Flaws Add Flavor to Their Roles
Applegate, the Newcomer Among Comedy Actress Nominees, Relishes Multifaceted Part
They include a divorced mom who is dating again, a real estate agent with amnesia, a suburban drug dealer, the writer of a sketch comedy show and a fashion magazine assistant, and the women playing them are all in contention for the Emmy for lead actress in a comedy series.
Four of the five nominees—America Ferrera, Tina Fey, Julia Louis-Dreyfus and Mary-Louise Parker—find themselves in a familiar place. They all competed for the same trophy last year, with Ms. Ferrera taking home the prize for her performance as Betty Suarez on ABC’s “Ugly Betty.” Two years ago, Ms. Louis-Dreyfus won the Emmy for “The New Adventures of Old Christine” in its first season on CBS.
The fifth contender, Christina Applegate, plays the title character Samantha Newly in ABC’s freshman comedy “Samantha Who?” In the WGA strike-shortened season, which encompassed 15 episodes, she portrayed a vice president at a Chicago real estate firm who gets hit by a car and falls into a coma. Upon awakening eight days later, she has no idea who she is or what she’s done with her life. But she soon finds out that she has not been very nice to the people around her. The incident is a wake-up call that it’s time for a change, and she sets out to make up for what the old, evil Samantha did, and to become a better person.
After 15 years of working in episodic television, Ms. Applegate had moved on to Broadway and films. “In watching TV, I saw a lot of opportunities for women to have freedom with characters that were beautifully flawed, and I started looking at pilots and scripts, but nothing captured my attention until this came along,” said Ms. Applegate. “It had a sort of wit and a sardonic quality. I liked the idea of getting to play two facets of this person, and the character was completely brand-new. All of us have our history in the fibers that makes us who we are, so what does it feel like to not have that anymore? It’s something I was really interested in finding out about.”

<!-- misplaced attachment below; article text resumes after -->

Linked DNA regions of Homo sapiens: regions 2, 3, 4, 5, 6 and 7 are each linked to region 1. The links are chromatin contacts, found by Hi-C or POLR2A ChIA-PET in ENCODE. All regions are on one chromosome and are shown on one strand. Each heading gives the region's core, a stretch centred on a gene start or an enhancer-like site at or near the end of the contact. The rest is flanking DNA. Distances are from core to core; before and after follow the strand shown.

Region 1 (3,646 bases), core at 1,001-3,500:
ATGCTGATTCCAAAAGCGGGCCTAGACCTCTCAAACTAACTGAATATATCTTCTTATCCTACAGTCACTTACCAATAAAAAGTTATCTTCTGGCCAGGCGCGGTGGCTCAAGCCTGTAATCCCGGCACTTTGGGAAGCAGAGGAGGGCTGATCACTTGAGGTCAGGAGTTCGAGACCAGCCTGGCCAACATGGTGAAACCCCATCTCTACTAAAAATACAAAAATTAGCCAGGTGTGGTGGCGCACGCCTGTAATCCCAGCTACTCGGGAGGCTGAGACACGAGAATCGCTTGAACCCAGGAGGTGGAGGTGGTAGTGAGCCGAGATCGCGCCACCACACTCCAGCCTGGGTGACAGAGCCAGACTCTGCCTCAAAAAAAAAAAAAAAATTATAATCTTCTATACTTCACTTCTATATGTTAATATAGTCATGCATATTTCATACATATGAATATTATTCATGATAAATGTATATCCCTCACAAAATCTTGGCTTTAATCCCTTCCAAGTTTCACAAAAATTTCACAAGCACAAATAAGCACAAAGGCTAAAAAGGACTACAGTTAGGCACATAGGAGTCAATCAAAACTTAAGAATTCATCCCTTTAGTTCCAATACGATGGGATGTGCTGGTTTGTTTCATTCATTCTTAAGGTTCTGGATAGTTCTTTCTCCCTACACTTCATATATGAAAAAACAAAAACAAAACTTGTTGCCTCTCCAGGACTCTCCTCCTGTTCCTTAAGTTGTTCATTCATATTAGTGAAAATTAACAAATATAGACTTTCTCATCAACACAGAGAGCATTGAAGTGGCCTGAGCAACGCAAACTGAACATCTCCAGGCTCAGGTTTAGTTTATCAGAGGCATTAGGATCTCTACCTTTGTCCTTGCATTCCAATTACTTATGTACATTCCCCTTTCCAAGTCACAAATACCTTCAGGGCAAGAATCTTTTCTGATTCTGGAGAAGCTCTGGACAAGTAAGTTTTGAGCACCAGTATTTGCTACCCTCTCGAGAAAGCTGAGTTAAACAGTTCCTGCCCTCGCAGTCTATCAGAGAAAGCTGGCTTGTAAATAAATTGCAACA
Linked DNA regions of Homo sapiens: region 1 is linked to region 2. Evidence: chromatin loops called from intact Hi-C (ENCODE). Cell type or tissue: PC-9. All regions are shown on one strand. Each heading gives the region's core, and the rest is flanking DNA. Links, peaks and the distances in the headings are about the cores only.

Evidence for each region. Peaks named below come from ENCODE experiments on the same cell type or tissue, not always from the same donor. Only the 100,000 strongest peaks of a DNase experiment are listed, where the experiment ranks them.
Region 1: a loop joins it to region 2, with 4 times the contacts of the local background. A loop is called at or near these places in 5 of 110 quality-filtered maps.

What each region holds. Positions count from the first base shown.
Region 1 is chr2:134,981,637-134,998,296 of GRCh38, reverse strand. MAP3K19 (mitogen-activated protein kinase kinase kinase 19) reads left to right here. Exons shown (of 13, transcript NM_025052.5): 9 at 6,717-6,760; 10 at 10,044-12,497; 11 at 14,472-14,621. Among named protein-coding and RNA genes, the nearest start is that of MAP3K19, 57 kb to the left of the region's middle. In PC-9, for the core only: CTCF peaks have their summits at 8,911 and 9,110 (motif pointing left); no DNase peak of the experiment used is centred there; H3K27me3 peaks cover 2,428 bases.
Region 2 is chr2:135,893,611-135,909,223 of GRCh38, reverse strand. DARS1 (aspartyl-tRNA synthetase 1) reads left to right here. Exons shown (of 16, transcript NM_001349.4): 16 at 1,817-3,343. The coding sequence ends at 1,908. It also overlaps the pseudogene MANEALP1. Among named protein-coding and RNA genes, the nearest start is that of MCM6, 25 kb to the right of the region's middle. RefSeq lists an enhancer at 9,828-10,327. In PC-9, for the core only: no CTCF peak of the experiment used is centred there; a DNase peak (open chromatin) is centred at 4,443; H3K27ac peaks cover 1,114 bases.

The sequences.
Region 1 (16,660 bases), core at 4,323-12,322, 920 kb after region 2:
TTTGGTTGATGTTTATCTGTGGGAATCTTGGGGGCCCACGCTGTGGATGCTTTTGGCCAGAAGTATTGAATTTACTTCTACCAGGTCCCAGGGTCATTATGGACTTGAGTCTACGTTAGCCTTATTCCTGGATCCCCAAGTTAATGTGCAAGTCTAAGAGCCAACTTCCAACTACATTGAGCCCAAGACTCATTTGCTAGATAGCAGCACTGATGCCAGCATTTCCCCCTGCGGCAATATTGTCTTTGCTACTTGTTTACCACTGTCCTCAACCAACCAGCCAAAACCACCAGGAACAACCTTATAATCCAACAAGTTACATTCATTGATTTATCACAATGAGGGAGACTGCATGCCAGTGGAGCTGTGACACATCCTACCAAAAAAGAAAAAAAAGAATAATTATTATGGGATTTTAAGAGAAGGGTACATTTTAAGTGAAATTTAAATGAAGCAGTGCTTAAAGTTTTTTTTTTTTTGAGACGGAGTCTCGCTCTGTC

Ms. Applegate received Golden Globe and SAG nominations for her performance earlier this year. She won an Emmy for her guest turn on “Friends” in 2003.
In addition to last year’s Emmy, Ms. Ferrera received a Golden Globe and a Screen Actors Guild award for her endearing performance as the lead character in “Ugly Betty,” set in the New York offices of a glossy high-fashion magazine and in suburban Queens, where Betty lives.
As Christine in “The New Adventures of Old Christine,” Ms. Louis-Dreyfus is a longtime favorite of Emmy voters, winning the statuette in 2006, 10 years after taking home her first Emmy as supporting actress as Elaine in “Seinfeld.”
“Frankly, doing comedy is a really great gig for any actor,” Ms. Louis-Dreyfus said. “We also shoot in front of a live audience, which is thrilling and it gives everybody a major high. That kind of performing is exhilarating. And we do shoot in advance of the audience, too, and that also is fun, when you’re trying to make the crew laugh. The whole thing is kind of dreamy. It’s kind of everything I’ve ever wanted.”
As Nancy Botwin in “Weeds,” Ms. Parker has relocated her suburban drug-dealing enterprise to a new town in the show’s fourth season, which premiered on Showtime in June. At the end of last season, Nancy, along with her family and cronies, escaped from a wildfire that burned their fictional hometown of Agrestic.
“She’s sort of tangled and her psyche has unraveled. I don’t see her getting healthy. She wouldn’t be that interesting, and I’m not in favor of her going to therapy,” Ms. Parker told TelevisionWeek. “She’s trying and failing and she’s just not a big success story, not the cheerleader that went on to succeed.”
Ms. Parker won a Golden Globe in 2006 for her performance in “Weeds” and received an Emmy Award and a Golden Globe in 2004 as supporting actress in the HBO miniseries “Angels in America.”
In addition to her nomination as comedy actress—one of 17 nods for NBC’s “30 Rock”—Ms. Fey also scored a nomination for her guest performance this season on “Saturday Night Live,” her television home for nine years before she left to develop “30 Rock” with “SNL” creator Lorne Michaels.